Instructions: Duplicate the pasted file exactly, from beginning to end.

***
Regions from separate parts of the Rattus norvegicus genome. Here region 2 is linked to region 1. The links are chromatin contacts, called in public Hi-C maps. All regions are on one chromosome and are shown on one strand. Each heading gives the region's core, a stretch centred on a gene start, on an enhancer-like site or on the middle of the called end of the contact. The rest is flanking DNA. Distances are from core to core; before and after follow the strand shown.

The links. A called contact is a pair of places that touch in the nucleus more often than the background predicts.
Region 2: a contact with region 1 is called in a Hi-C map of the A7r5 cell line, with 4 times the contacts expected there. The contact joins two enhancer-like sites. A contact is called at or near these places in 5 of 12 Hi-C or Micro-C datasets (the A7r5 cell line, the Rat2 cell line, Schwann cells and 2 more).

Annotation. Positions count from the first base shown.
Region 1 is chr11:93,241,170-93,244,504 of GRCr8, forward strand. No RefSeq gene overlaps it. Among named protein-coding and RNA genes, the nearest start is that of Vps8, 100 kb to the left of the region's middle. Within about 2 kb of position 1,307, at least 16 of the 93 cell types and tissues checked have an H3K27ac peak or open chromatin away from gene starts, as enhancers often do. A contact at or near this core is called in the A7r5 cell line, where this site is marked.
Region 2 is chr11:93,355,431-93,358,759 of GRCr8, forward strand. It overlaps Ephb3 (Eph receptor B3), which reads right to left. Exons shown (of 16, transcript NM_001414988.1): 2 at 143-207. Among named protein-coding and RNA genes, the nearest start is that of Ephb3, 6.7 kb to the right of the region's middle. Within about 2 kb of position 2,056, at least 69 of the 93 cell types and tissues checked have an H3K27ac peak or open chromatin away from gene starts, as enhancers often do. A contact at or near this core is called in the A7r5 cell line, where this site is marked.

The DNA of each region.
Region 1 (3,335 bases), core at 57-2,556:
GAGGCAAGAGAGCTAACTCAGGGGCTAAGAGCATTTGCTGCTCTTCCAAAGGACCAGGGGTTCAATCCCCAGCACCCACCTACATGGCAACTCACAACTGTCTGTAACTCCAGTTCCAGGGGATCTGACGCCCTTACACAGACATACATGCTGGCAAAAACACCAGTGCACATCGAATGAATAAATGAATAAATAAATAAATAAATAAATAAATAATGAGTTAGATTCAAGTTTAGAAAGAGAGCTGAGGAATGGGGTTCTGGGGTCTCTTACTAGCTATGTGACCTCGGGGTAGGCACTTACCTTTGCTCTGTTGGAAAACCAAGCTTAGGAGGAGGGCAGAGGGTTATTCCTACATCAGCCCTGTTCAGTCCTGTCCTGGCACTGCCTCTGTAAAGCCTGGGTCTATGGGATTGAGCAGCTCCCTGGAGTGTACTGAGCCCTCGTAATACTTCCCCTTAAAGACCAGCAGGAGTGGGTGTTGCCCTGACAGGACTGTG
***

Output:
Regions from separate parts of the Rattus norvegicus genome. Here region 2 is linked to region 1. The links are chromatin contacts, called in public Hi-C maps. All regions are on one chromosome and are shown on one strand. Each heading gives the region's core, a stretch centred on a gene start, on an enhancer-like site or on the middle of the called end of the contact. The rest is flanking DNA. Distances are from core to core; before and after follow the strand shown.

The links. A called contact is a pair of places that touch in the nucleus more often than the background predicts.
Region 2: a contact with region 1 is called in a Hi-C map of the A7r5 cell line, with 4 times the contacts expected there. The contact joins two enhancer-like sites. A contact is called at or near these places in 5 of 12 Hi-C or Micro-C datasets (the A7r5 cell line, the Rat2 cell line, Schwann cells and 2 more).

Annotation. Positions count from the first base shown.
Region 1 is chr11:93,241,170-93,244,504 of GRCr8, forward strand. No RefSeq gene overlaps it. Among named protein-coding and RNA genes, the nearest start is that of Vps8, 100 kb to the left of the region's middle. Within about 2 kb of position 1,307, at least 16 of the 93 cell types and tissues checked have an H3K27ac peak or open chromatin away from gene starts, as enhancers often do. A contact at or near this core is called in the A7r5 cell line, where this site is marked.
Region 2 is chr11:93,355,431-93,358,759 of GRCr8, forward strand. It overlaps Ephb3 (Eph receptor B3), which reads right to left. Exons shown (of 16, transcript NM_001414988.1): 2 at 143-207. Among named protein-coding and RNA genes, the nearest start is that of Ephb3, 6.7 kb to the right of the region's middle. Within about 2 kb of position 2,056, at least 69 of the 93 cell types and tissues checked have an H3K27ac peak or open chromatin away from gene starts, as enhancers often do. A contact at or near this core is called in the A7r5 cell line, where this site is marked.

The DNA of each region.
Region 1 (3,335 bases), core at 57-2,556:
GAGGCAAGAGAGCTAACTCAGGGGCTAAGAGCATTTGCTGCTCTTCCAAAGGACCAGGGGTTCAATCCCCAGCACCCACCTACATGGCAACTCACAACTGTCTGTAACTCCAGTTCCAGGGGATCTGACGCCCTTACACAGACATACATGCTGGCAAAAACACCAGTGCACATCGAATGAATAAATGAATAAATAAATAAATAAATAAATAAATAATGAGTTAGATTCAAGTTTAGAAAGAGAGCTGAGGAATGGGGTTCTGGGGTCTCTTACTAGCTATGTGACCTCGGGGTAGGCACTTACCTTTGCTCTGTTGGAAAACCAAGCTTAGGAGGAGGGCAGAGGGTTATTCCTACATCAGCCCTGTTCAGTCCTGTCCTGGCACTGCCTCTGTAAAGCCTGGGTCTATGGGATTGAGCAGCTCCCTGGAGTGTACTGAGCCCTCGTAATACTTCCCCTTAAAGACCAGCAGGAGTGGGTGTTGCCCTGACAGGACTGTG